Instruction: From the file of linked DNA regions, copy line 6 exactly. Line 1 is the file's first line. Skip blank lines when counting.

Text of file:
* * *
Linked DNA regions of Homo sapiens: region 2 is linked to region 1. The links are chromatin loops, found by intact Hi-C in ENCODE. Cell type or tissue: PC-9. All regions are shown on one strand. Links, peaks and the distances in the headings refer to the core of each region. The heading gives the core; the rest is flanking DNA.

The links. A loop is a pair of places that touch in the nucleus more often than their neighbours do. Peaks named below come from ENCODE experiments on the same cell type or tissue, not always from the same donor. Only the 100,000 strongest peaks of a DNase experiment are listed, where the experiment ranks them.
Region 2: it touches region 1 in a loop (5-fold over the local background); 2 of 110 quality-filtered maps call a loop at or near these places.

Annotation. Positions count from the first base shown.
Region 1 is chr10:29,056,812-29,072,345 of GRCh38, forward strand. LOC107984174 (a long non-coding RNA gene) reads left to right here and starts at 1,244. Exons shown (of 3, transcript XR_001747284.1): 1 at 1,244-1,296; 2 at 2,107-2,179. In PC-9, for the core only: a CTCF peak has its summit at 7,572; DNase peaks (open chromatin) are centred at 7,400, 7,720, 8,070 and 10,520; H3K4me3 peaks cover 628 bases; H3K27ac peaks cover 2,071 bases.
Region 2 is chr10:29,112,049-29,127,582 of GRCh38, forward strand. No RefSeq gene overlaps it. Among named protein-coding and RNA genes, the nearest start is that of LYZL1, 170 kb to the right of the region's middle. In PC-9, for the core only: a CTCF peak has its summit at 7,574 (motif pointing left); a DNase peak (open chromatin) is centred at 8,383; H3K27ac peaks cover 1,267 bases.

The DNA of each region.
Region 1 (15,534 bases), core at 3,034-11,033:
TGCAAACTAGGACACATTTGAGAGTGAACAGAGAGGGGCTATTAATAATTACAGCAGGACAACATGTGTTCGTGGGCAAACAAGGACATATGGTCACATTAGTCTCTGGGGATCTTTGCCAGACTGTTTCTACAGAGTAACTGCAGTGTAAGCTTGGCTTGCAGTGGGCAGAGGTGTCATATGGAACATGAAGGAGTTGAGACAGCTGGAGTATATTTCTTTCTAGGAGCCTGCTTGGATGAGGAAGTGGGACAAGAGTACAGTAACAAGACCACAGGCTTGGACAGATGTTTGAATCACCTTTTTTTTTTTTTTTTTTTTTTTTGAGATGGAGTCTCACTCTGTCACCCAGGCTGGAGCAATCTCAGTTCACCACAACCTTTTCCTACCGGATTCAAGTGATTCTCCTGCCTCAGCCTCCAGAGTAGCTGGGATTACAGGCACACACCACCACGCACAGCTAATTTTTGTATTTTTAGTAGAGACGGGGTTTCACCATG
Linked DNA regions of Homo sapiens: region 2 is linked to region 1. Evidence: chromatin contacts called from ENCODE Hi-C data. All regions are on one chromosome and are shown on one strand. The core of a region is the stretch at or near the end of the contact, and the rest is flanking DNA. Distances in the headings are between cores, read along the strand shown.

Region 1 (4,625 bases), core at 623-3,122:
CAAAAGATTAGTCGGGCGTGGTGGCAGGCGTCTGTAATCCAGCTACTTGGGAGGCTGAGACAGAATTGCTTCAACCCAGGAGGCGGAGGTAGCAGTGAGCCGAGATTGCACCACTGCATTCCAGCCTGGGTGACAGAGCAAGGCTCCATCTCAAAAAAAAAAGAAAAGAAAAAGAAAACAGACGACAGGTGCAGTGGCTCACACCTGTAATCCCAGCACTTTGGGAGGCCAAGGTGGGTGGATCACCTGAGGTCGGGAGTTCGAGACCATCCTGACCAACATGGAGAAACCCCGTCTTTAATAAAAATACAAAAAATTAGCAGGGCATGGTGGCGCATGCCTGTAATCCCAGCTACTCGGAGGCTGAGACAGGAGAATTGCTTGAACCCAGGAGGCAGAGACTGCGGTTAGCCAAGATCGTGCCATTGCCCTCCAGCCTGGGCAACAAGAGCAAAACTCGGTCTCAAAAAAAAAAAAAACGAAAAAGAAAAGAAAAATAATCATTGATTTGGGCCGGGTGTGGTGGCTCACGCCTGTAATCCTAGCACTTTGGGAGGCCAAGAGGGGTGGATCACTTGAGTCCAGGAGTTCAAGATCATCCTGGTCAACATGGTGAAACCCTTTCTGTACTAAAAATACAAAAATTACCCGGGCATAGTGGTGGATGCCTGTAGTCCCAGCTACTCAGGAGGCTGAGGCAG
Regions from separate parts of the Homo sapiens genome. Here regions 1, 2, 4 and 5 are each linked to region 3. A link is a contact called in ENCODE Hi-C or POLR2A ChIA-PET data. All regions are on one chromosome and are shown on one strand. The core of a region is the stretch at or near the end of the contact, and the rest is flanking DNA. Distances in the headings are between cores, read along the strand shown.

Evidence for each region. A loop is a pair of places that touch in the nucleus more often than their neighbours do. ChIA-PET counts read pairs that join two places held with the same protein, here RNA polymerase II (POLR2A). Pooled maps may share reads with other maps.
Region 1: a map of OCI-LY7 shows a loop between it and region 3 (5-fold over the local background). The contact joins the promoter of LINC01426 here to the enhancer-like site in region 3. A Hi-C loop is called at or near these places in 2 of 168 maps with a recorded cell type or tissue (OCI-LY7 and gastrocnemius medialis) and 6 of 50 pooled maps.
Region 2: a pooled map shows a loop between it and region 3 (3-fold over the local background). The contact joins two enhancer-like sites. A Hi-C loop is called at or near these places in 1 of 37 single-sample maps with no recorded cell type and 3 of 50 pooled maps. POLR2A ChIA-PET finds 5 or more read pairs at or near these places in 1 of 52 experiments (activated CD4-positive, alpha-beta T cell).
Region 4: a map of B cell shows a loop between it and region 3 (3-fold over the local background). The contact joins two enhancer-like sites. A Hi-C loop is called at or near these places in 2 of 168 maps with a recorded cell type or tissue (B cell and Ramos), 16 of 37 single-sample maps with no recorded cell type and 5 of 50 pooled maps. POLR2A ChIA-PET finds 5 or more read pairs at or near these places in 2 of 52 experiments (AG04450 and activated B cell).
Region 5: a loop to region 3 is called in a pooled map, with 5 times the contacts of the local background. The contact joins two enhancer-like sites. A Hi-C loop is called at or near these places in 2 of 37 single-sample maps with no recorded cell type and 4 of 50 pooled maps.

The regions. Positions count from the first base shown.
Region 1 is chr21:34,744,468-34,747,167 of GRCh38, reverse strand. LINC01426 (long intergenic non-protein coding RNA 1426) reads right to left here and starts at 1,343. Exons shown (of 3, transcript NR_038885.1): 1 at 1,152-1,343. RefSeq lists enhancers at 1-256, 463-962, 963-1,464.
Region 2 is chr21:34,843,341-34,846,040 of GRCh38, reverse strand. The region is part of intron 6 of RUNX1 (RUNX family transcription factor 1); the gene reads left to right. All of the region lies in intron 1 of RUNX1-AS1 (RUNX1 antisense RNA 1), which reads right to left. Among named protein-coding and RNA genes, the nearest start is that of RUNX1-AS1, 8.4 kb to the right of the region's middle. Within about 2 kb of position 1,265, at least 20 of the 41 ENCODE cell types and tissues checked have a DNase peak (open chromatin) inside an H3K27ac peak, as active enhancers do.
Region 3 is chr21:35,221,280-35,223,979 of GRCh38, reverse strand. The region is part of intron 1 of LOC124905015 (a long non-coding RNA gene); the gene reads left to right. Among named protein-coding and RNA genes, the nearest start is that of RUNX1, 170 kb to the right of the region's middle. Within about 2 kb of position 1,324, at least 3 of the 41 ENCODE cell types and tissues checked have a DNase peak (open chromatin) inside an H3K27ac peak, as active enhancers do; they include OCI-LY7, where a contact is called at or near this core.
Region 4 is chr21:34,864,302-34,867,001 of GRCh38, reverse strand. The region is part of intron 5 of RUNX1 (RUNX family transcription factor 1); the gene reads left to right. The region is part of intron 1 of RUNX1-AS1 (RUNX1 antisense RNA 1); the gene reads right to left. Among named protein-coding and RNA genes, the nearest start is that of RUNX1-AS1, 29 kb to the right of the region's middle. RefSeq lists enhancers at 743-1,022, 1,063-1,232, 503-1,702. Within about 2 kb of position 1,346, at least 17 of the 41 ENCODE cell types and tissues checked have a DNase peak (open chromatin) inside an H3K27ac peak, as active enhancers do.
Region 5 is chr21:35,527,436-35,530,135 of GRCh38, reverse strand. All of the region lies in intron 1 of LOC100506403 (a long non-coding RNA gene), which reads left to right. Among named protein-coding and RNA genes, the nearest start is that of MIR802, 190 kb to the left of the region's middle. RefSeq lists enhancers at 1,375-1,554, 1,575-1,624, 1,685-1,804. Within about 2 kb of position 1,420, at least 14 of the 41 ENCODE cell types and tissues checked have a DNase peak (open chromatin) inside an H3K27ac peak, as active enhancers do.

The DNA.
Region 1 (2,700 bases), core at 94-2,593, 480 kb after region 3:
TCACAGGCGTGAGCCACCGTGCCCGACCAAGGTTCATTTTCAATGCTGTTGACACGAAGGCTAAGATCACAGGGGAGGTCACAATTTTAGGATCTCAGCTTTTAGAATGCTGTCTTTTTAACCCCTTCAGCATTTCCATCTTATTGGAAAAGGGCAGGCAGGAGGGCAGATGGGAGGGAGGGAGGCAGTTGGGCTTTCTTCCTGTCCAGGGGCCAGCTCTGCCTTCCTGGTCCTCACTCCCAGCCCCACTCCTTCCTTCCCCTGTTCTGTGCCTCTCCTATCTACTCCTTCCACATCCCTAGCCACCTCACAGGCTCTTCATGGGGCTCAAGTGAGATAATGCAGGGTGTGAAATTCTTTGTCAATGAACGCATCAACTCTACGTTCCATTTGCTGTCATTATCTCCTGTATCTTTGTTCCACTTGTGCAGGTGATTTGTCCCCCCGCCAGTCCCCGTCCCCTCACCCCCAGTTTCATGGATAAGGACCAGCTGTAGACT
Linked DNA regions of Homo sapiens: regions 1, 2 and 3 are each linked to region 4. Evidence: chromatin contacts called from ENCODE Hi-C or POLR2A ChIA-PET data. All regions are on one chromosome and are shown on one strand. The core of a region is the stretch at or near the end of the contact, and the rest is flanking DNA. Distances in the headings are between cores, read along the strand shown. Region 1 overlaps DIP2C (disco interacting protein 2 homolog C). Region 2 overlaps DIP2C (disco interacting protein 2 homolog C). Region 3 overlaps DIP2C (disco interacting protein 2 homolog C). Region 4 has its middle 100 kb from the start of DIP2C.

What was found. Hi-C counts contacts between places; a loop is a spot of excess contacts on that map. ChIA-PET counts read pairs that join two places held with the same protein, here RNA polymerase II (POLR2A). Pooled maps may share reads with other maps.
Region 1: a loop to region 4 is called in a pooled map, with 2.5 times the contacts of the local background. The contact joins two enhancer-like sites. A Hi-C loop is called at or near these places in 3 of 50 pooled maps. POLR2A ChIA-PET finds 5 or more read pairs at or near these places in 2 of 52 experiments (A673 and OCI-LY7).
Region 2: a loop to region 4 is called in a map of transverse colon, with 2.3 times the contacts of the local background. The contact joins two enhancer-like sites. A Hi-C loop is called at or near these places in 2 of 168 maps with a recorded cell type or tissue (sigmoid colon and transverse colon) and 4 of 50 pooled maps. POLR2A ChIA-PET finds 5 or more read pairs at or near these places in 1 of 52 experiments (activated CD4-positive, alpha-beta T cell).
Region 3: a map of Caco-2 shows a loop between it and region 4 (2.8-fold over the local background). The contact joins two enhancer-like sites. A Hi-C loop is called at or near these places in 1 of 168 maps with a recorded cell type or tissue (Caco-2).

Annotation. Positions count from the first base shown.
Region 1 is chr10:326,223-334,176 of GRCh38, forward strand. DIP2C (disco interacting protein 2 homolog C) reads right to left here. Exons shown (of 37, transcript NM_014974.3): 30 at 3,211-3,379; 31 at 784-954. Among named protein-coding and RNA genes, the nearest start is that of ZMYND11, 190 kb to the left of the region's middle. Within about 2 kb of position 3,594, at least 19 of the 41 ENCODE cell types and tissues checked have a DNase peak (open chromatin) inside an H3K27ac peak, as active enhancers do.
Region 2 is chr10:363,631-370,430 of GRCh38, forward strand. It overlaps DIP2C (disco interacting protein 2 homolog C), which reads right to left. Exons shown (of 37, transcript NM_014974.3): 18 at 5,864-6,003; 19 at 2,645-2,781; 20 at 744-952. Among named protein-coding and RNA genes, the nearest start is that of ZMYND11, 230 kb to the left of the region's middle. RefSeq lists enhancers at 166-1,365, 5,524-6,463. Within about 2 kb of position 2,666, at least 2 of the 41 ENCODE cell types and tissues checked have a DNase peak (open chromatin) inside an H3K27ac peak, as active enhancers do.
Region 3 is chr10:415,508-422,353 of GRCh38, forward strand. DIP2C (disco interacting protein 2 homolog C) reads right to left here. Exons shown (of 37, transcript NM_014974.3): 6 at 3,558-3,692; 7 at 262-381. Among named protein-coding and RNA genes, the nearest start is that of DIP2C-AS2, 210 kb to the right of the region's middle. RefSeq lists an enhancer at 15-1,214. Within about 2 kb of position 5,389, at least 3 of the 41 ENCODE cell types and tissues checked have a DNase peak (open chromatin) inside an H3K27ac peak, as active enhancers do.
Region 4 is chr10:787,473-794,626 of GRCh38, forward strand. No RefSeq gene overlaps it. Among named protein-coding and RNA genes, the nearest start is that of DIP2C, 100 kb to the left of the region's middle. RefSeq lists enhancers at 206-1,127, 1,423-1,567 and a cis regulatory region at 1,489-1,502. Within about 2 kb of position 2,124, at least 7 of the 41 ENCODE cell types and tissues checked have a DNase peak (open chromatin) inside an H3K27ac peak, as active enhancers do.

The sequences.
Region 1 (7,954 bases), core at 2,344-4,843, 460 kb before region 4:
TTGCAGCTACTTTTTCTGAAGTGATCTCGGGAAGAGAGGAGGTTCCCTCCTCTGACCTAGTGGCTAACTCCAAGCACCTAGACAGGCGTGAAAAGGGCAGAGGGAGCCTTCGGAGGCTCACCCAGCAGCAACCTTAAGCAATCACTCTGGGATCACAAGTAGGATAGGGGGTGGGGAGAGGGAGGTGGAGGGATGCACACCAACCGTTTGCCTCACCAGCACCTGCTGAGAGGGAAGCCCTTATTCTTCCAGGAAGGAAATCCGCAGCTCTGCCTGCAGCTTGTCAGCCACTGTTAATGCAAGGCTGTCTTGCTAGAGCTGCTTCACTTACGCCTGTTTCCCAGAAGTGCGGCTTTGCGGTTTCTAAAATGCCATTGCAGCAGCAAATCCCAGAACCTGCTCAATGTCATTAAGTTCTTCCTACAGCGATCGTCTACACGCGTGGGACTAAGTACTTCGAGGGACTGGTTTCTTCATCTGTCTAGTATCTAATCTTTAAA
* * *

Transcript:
Region 2 is chr10:29,112,049-29,127,582 of GRCh38, forward strand. No RefSeq gene overlaps it. Among named protein-coding and RNA genes, the nearest start is that of LYZL1, 170 kb to the right of the region's middle. In PC-9, for the core only: a CTCF peak has its summit at 7,574 (motif pointing left); a DNase peak (open chromatin) is centred at 8,383; H3K27ac peaks cover 1,267 bases.